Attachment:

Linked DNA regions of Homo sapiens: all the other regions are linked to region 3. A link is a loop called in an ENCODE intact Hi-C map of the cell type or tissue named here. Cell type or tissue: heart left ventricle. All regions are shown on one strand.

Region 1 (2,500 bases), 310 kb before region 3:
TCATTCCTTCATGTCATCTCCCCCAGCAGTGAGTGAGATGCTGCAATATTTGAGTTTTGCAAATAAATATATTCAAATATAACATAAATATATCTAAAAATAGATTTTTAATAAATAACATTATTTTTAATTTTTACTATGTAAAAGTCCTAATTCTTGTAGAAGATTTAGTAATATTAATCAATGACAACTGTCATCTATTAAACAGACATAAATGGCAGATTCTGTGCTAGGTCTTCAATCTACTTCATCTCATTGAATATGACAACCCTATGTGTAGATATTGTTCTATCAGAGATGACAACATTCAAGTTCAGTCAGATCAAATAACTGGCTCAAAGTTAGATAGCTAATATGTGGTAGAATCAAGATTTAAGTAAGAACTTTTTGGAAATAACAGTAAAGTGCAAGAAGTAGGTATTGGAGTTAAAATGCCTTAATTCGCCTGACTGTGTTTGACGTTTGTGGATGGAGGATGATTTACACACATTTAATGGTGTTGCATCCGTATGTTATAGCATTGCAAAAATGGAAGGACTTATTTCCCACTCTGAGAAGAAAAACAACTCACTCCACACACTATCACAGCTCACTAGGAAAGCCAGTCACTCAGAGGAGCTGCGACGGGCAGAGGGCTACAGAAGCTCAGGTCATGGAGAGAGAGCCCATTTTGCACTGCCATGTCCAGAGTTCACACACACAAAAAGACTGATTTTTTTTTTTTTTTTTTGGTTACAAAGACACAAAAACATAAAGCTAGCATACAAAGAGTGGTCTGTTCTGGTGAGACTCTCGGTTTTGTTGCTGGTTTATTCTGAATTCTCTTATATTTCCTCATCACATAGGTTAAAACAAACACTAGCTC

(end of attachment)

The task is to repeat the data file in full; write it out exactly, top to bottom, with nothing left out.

Linked DNA regions of Homo sapiens: all the other regions are linked to region 3. A link is a loop called in an ENCODE intact Hi-C map of the cell type or tissue named here. Cell type or tissue: heart left ventricle. All regions are shown on one strand.

Region 1 (2,500 bases), 310 kb before region 3:
TCATTCCTTCATGTCATCTCCCCCAGCAGTGAGTGAGATGCTGCAATATTTGAGTTTTGCAAATAAATATATTCAAATATAACATAAATATATCTAAAAATAGATTTTTAATAAATAACATTATTTTTAATTTTTACTATGTAAAAGTCCTAATTCTTGTAGAAGATTTAGTAATATTAATCAATGACAACTGTCATCTATTAAACAGACATAAATGGCAGATTCTGTGCTAGGTCTTCAATCTACTTCATCTCATTGAATATGACAACCCTATGTGTAGATATTGTTCTATCAGAGATGACAACATTCAAGTTCAGTCAGATCAAATAACTGGCTCAAAGTTAGATAGCTAATATGTGGTAGAATCAAGATTTAAGTAAGAACTTTTTGGAAATAACAGTAAAGTGCAAGAAGTAGGTATTGGAGTTAAAATGCCTTAATTCGCCTGACTGTGTTTGACGTTTGTGGATGGAGGATGATTTACACACATTTAATGGTGTTGCATCCGTATGTTATAGCATTGCAAAAATGGAAGGACTTATTTCCCACTCTGAGAAGAAAAACAACTCACTCCACACACTATCACAGCTCACTAGGAAAGCCAGTCACTCAGAGGAGCTGCGACGGGCAGAGGGCTACAGAAGCTCAGGTCATGGAGAGAGAGCCCATTTTGCACTGCCATGTCCAGAGTTCACACACACAAAAAGACTGATTTTTTTTTTTTTTTTTTGGTTACAAAGACACAAAAACATAAAGCTAGCATACAAAGAGTGGTCTGTTCTGGTGAGACTCTCGGTTTTGTTGCTGGTTTATTCTGAATTCTCTTATATTTCCTCATCACATAGGTTAAAACAAACACTAGCTC